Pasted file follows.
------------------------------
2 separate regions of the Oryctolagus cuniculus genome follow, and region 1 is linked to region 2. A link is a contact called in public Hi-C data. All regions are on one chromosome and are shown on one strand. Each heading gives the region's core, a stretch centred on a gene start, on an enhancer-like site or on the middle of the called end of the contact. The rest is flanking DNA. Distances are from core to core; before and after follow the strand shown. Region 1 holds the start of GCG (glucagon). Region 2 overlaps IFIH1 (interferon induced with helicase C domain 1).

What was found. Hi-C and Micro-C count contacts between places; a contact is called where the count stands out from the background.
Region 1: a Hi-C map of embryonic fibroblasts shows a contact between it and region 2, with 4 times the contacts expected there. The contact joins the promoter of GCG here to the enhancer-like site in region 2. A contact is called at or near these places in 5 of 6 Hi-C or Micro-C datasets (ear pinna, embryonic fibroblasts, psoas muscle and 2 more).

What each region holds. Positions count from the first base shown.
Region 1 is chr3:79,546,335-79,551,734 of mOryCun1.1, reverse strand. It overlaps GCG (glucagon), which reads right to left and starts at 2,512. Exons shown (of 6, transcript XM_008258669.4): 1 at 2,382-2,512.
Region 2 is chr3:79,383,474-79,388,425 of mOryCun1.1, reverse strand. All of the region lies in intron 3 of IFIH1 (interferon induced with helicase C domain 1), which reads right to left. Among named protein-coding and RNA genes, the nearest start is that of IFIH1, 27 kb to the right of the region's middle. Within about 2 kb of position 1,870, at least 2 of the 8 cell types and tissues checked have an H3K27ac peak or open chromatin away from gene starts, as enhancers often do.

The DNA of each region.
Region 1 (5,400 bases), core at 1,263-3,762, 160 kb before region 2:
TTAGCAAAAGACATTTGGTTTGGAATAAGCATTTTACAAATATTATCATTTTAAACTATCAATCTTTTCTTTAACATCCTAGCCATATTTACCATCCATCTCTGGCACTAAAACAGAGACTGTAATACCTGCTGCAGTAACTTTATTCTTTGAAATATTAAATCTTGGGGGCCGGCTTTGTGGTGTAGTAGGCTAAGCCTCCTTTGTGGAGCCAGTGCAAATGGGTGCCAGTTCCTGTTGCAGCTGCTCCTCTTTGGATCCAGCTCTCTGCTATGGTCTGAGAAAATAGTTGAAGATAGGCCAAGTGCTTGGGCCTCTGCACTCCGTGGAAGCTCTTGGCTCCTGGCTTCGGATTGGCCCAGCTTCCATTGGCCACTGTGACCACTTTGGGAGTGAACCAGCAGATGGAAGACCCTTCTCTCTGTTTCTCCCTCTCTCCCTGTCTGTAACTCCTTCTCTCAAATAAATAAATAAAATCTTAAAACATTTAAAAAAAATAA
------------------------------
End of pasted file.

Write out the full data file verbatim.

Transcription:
2 separate regions of the Oryctolagus cuniculus genome follow, and region 1 is linked to region 2. A link is a contact called in public Hi-C data. All regions are on one chromosome and are shown on one strand. Each heading gives the region's core, a stretch centred on a gene start, on an enhancer-like site or on the middle of the called end of the contact. The rest is flanking DNA. Distances are from core to core; before and after follow the strand shown. Region 1 holds the start of GCG (glucagon). Region 2 overlaps IFIH1 (interferon induced with helicase C domain 1).

What was found. Hi-C and Micro-C count contacts between places; a contact is called where the count stands out from the background.
Region 1: a Hi-C map of embryonic fibroblasts shows a contact between it and region 2, with 4 times the contacts expected there. The contact joins the promoter of GCG here to the enhancer-like site in region 2. A contact is called at or near these places in 5 of 6 Hi-C or Micro-C datasets (ear pinna, embryonic fibroblasts, psoas muscle and 2 more).

What each region holds. Positions count from the first base shown.
Region 1 is chr3:79,546,335-79,551,734 of mOryCun1.1, reverse strand. It overlaps GCG (glucagon), which reads right to left and starts at 2,512. Exons shown (of 6, transcript XM_008258669.4): 1 at 2,382-2,512.
Region 2 is chr3:79,383,474-79,388,425 of mOryCun1.1, reverse strand. All of the region lies in intron 3 of IFIH1 (interferon induced with helicase C domain 1), which reads right to left. Among named protein-coding and RNA genes, the nearest start is that of IFIH1, 27 kb to the right of the region's middle. Within about 2 kb of position 1,870, at least 2 of the 8 cell types and tissues checked have an H3K27ac peak or open chromatin away from gene starts, as enhancers often do.

The DNA of each region.
Region 1 (5,400 bases), core at 1,263-3,762, 160 kb before region 2:
TTAGCAAAAGACATTTGGTTTGGAATAAGCATTTTACAAATATTATCATTTTAAACTATCAATCTTTTCTTTAACATCCTAGCCATATTTACCATCCATCTCTGGCACTAAAACAGAGACTGTAATACCTGCTGCAGTAACTTTATTCTTTGAAATATTAAATCTTGGGGGCCGGCTTTGTGGTGTAGTAGGCTAAGCCTCCTTTGTGGAGCCAGTGCAAATGGGTGCCAGTTCCTGTTGCAGCTGCTCCTCTTTGGATCCAGCTCTCTGCTATGGTCTGAGAAAATAGTTGAAGATAGGCCAAGTGCTTGGGCCTCTGCACTCCGTGGAAGCTCTTGGCTCCTGGCTTCGGATTGGCCCAGCTTCCATTGGCCACTGTGACCACTTTGGGAGTGAACCAGCAGATGGAAGACCCTTCTCTCTGTTTCTCCCTCTCTCCCTGTCTGTAACTCCTTCTCTCAAATAAATAAATAAAATCTTAAAACATTTAAAAAAAATAA